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Long-Term Capital Management Collapse (1998)

In 1994, John Meriwether started Long-Term Capital Management, a hedge fund that aimed to make money by combining the skills of academics and traders. Big investors put in $1.3 billion at first. But by 1998, the fund was about to go under because of big losses. To prevent a global financial crisis, the Federal Reserve arranged a $3.5 billion rescue. In return for the bailout, the banks involved got 90% of LTCM’s ownership. 

LTCM was a hedge fund that aimed for success from the start. It was led by John Meriwether, a renowned bond trader from Salomon Brothers. The firm also had Nobel-prize winning economists Myron Scholes and Robert Merton, along with David Mullins, a former vice-chairman of the Federal Reserve Board. These impressive credentials attracted 80 founding investors, including Bear Sterns President James Cayne and his deputy. Merrill Lynch also invested heavily in LTCM, offering it to its wealthy clients, including its executives and CEO, David Komansky. A similar strategy was employed by the Union Bank of Switzerland. 

Their strategy was to find mispriced securities and buy the cheap ones while selling the expensive ones. They focused on four types of trades: 

  • Convergence among U.S., Japan, and European sovereign bonds, 
  • Convergence among European sovereign bonds, 
  • Convergence between on-the-run and off-the-run U.S. government bonds, 
  • Long positions in emerging markets sovereigns, hedged back to dollars, 

Since the price differences were small, they needed to borrow heavily to make big profits. By early 1998, they had $5 billion in equity and $125 billion in debt, a leverage ratio of about 30 to 1. They believed their computer models showed their positions had low net risk. 

Events timeline 

  • 1994: Long-Term Capital Management (LTCM) is founded and gains $7 billion under management.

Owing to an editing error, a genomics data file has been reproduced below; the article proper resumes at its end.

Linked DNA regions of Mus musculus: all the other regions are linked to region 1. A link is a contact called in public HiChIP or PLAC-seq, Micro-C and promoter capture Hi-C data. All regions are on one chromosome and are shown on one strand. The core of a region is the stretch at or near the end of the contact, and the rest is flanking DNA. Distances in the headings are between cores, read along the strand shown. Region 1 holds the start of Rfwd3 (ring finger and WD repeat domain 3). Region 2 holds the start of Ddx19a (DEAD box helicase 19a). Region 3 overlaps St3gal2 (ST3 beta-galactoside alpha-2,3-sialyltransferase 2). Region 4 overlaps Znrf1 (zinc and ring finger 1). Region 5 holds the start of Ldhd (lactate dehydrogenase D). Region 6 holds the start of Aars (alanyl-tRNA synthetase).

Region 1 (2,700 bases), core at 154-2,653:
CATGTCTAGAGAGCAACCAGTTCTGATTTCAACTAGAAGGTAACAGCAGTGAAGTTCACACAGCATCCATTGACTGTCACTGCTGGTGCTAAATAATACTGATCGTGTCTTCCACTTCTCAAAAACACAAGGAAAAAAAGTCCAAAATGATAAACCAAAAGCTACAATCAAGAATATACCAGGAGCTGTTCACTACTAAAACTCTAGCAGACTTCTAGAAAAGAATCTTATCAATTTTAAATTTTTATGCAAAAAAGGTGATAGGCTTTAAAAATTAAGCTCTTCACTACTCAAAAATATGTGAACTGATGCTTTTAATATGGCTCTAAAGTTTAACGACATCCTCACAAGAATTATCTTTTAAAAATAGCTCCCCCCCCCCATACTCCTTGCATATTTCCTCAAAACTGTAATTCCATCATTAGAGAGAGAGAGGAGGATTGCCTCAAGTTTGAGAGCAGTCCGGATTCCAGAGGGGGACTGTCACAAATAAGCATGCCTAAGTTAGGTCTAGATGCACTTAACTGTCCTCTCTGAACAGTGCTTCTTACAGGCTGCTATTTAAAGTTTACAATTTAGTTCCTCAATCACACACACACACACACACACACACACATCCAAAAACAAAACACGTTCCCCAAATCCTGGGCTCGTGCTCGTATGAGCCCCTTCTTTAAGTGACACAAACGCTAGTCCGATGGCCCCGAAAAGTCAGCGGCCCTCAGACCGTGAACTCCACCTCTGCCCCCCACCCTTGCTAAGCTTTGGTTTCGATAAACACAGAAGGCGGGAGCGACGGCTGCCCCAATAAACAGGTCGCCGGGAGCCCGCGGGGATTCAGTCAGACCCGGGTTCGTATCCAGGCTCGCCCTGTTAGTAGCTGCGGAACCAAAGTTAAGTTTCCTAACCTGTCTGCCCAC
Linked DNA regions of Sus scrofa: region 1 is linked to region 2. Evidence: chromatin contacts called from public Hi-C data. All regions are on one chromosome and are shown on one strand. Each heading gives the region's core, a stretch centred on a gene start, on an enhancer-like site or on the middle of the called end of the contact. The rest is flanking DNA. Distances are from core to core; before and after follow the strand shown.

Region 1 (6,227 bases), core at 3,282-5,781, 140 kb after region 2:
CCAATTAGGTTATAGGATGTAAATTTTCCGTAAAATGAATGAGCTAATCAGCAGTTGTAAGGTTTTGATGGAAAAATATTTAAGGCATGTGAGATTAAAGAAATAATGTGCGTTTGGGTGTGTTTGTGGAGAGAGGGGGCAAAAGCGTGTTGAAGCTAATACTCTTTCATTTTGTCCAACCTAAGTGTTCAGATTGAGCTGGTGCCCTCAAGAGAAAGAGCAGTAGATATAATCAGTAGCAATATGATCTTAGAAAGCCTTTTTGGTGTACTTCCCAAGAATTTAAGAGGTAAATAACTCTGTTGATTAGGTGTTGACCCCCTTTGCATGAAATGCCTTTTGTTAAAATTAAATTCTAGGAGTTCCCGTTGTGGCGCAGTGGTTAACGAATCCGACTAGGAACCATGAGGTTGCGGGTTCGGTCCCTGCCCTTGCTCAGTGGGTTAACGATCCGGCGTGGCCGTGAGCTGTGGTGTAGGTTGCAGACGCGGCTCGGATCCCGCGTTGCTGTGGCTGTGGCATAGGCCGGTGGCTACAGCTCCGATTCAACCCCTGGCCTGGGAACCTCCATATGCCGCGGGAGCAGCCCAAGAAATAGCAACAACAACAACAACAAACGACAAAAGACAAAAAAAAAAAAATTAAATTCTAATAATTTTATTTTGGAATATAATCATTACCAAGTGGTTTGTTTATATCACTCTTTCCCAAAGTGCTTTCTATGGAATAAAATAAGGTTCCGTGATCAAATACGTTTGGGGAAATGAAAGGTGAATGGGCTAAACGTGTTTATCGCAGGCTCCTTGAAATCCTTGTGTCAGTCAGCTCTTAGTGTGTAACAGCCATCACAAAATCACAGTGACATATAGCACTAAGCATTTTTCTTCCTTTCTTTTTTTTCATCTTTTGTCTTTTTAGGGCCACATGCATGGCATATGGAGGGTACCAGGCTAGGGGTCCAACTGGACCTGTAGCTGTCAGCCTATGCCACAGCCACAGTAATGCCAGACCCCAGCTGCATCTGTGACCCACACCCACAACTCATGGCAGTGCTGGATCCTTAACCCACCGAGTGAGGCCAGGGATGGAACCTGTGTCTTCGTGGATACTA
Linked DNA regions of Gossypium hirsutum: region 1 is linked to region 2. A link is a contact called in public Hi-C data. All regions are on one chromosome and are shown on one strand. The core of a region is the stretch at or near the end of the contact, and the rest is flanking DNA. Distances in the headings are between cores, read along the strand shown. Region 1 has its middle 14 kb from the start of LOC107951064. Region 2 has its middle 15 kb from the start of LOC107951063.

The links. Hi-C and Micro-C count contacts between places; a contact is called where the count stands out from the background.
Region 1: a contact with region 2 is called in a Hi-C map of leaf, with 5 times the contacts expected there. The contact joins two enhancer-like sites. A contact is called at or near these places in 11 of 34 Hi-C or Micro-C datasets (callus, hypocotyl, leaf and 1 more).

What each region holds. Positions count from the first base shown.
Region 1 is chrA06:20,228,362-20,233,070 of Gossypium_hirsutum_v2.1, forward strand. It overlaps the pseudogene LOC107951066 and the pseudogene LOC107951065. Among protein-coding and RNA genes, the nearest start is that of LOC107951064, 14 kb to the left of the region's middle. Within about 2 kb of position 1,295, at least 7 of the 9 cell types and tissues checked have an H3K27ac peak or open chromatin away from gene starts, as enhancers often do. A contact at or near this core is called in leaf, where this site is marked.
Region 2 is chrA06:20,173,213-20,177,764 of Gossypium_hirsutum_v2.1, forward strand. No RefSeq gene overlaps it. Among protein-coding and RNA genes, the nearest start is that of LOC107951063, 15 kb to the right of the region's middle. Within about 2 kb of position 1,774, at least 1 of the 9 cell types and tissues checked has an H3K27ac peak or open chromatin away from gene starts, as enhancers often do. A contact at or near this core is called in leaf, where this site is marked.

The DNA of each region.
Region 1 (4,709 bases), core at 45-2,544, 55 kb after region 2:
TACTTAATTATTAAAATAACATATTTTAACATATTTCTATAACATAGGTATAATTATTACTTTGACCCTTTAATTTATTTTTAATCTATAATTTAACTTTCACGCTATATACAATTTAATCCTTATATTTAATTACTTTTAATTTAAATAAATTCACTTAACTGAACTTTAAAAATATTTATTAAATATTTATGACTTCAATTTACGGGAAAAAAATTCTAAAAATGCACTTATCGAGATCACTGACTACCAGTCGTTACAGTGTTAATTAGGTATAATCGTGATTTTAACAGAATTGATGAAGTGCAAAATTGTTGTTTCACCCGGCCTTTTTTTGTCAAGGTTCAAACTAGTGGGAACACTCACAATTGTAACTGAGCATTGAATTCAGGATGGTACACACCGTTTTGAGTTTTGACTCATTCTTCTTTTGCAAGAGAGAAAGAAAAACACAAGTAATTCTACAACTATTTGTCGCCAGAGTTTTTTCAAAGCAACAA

• 1997: LTCM returns $2.7 billion to investors due to a lack of investment opportunities. 
  • 1998: LTCM’s portfolio grows to over $100 billion and its swaps position reaches $1.25 trillion. 
  • August 1998: Russia devalues the rouble, causing a “flight to quality” and a liquidity crisis that hits LTCM’s portfolio. 
  • September 1998: LTCM equity drops to $2.3 billion and offers investors a chance to invest on special terms. 
  • September 1998: LTCM’s equity drops to $600 million and banks begin to doubt its ability to meet margin calls. 
  • September 1998: The Federal Reserve Bank of New York organizes a rescue package to prevent a systemic meltdown, injecting $3.5 billion into LTCM and taking over its management. 
  • Fourth quarter 1998: The LTCM crisis caused widespread losses for banks, leading to resignations at UBS and Merrill Lynch. 
  • April 1999: President Clinton publishes a study on the LTCM crisis and its implications for systemic risk. 

Analysing the fall of LTCM  

The Proximate Cause: Russian Sovereign Default 

LTCM’s downfall was caused by Russia’s default on its government bonds. LTCM thought they had protected themselves by selling rubles, but when Russia’s currency collapsed, the banks that were supposed to guarantee their hedge shut down, and the Russian government stopped trading in its currency. This caused LTCM to lose a lot of money, but it wasn’t enough to bring them down. The real cause of their demise was the flight to liquidity that happened afterwards. 

The Ultimate Cause: Flight to Liquidity 

The collapse of Long-Term Capital Management (LTCM) was caused by a “flight to liquidity” in the global fixed-income markets. As investors sold off risky assets, they rushed to buy the most liquid assets, such as U.S. Treasury bonds. This caused the price of Treasuries to go up and the price of other assets, such as those held by LTCM, to go down. 

Systemic Risk: The Domino Effect 

LTCM’s trading strategy was heavily exposed to this change in liquidity, and its losses quickly mounted. The firm was on the verge of collapse, which would have had a domino effect on other leveraged players in the market. To prevent this, a consortium of banks bailed out LTCM, but the crisis highlighted the systemic risks posed by leveraged trading strategies. 

Lessons to be learned from this LTCM Crisis 

  • Risk management is key: Be prepared for unexpected events and don’t over-rely on models. 
  • Always expect the unexpected: Be ready for black swan events. 
  • Models have limitations: Markets can behave differently during stressful times. 
  • Avoid hubris and arrogance: Always be open to being wrong. 
  • Use caution with leverage: Leverage can amplify losses. 
  • Consider liquidity: Be mindful of how easily you can exit an investment. 
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